Build-to-rent is still on the rise in London


Nearly half of Londoners are living in rented accommodation and this will surely increase according to study.

On the basis of current trends, the Centre for Housing Policy at York university estimates that by 2040 up to one-third of 60-year-olds will rent privately. Government data show that at present just 4 per cent of pensioners and 8 per cent of those aged 55 to 64 live in privately rented accommodation.

The proportion of 25 to 34-year-olds who rent privately has been stable at about a third over two decades but has risen notably for 35 to 44-year-olds, from 16 per cent to about 25 per cent now. Young people also spend more on housing costs (a third of their income on average, the Resolution Foundation reports) than did youthful baby boomers (a fifth) and the rent they pay will often go directly to the pension income of their retired landlords.

A government survey of English private landlords updated in January shows six in 10 landlords are 55 or older, a third are retired, and the most common reason for being a landlord was for pension purposes (59 per cent).

Generation rent, mainly the under-40s, are unlikely to be able to pass on the costs of their own retirement to the generations following them in quite the same way. Even if they can afford a home of their own, tax changes in 2016 have made it less attractive to buy another property to rent. The government has switched from subsidising buy-to-let landlords, who do not expand the overall supply of property, to encouraging institutional investment in build-to-rent (BTR) development. It didn’t have to push hard as money was already headed to that sector, seeing the attraction of a diversifying asset offering a rising income and the potential for capital gain. Legal & General already has 11 BTR schemes in operation or development, the latest in Brighton.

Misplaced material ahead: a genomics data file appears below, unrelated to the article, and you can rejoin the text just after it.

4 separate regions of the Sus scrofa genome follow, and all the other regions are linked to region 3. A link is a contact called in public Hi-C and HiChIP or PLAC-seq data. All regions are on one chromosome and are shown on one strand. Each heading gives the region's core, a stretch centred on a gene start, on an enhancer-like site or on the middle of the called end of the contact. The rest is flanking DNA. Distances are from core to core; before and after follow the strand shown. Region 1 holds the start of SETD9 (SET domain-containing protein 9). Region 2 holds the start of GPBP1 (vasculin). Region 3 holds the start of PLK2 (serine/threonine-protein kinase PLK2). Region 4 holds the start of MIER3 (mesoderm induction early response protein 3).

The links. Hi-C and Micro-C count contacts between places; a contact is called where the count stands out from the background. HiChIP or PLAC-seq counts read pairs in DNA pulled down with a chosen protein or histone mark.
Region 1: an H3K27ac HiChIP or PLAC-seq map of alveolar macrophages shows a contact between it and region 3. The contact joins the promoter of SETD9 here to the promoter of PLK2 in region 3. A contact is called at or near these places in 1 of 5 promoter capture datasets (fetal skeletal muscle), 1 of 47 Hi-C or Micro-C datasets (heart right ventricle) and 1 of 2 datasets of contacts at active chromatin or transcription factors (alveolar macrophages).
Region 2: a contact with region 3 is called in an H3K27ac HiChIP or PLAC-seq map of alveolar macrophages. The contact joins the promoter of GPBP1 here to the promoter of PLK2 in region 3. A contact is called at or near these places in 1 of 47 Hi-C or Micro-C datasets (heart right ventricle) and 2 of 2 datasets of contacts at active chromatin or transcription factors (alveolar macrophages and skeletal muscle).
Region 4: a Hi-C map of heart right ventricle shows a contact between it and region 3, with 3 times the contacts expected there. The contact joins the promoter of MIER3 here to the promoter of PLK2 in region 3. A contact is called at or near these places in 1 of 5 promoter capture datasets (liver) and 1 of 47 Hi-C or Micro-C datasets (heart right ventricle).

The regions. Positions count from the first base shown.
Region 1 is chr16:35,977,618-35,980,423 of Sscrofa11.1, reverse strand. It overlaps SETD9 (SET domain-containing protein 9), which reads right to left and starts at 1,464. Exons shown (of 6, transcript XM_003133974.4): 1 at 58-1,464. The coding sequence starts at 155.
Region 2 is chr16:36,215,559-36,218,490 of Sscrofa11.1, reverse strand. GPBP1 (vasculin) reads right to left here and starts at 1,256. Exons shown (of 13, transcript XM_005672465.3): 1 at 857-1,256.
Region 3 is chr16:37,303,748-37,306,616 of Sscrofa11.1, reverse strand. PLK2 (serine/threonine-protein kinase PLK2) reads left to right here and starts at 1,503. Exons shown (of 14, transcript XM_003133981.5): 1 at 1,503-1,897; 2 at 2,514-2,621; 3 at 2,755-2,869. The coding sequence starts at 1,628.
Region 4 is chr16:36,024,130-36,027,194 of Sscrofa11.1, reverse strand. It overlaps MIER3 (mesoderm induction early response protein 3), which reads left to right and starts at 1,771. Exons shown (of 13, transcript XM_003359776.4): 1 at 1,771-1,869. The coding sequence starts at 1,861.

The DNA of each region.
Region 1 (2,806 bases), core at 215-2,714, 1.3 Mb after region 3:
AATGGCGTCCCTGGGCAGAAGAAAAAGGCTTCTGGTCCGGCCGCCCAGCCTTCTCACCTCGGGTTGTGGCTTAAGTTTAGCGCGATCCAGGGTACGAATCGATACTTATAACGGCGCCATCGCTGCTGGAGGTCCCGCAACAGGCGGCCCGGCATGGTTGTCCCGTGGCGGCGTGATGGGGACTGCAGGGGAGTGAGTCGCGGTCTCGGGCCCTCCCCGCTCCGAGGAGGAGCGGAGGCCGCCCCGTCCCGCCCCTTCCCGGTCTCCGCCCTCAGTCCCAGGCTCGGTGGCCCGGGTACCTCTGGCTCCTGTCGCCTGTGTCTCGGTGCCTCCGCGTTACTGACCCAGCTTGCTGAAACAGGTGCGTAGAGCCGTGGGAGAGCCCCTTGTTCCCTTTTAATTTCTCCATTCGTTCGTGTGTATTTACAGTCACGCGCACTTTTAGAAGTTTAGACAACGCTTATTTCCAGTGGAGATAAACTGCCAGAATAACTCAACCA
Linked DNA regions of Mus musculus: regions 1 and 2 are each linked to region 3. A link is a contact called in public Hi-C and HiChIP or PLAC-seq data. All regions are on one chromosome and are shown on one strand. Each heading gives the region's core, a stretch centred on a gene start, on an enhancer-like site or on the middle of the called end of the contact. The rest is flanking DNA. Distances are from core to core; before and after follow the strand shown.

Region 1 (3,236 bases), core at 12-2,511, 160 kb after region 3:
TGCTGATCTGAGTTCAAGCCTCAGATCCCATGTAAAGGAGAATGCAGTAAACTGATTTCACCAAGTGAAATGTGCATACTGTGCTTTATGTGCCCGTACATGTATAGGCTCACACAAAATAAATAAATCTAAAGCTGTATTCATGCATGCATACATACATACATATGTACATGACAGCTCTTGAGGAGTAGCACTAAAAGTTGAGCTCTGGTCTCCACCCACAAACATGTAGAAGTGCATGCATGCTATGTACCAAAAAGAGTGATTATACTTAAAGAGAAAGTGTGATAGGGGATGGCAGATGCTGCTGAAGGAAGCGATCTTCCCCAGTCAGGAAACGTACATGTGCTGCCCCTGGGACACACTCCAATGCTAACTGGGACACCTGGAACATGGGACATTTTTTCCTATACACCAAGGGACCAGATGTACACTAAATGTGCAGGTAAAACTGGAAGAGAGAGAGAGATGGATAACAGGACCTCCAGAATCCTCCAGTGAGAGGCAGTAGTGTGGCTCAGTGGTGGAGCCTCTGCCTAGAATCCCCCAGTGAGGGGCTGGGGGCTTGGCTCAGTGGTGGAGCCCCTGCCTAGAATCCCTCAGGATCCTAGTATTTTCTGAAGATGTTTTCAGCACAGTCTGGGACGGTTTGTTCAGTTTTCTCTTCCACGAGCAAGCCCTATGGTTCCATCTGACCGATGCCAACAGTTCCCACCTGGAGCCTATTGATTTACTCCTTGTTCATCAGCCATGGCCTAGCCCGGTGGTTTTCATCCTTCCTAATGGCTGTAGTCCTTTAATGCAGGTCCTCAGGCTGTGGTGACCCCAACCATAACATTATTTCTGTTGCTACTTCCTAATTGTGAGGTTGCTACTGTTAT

Tenants in a BTR development will typically pay an 11 per cent rental premium, according to analysis by JLL, a property consultancy. At least they may be contributing to their own generation’s pension prospects rather than those of current retirees. Julie Rugg and David Rhodes, of the Centre for Housing Policy, question the lack of transparency on the level of government support for BTR.

Building more social housing would be a better way to help generation rent. A cross-party commission on social housing convened by housing charity Shelter after the Grenfell Tower fire in London in June 2017 said the decline in social housebuilding over four decades was behind many of today’s housing problems. It called for a 20-year programme to build 3.1m more social homes, as well as more immediate reforms to address problems in the private rented sector. Lower housing costs would give a big boost to the pension prospects of generation rent.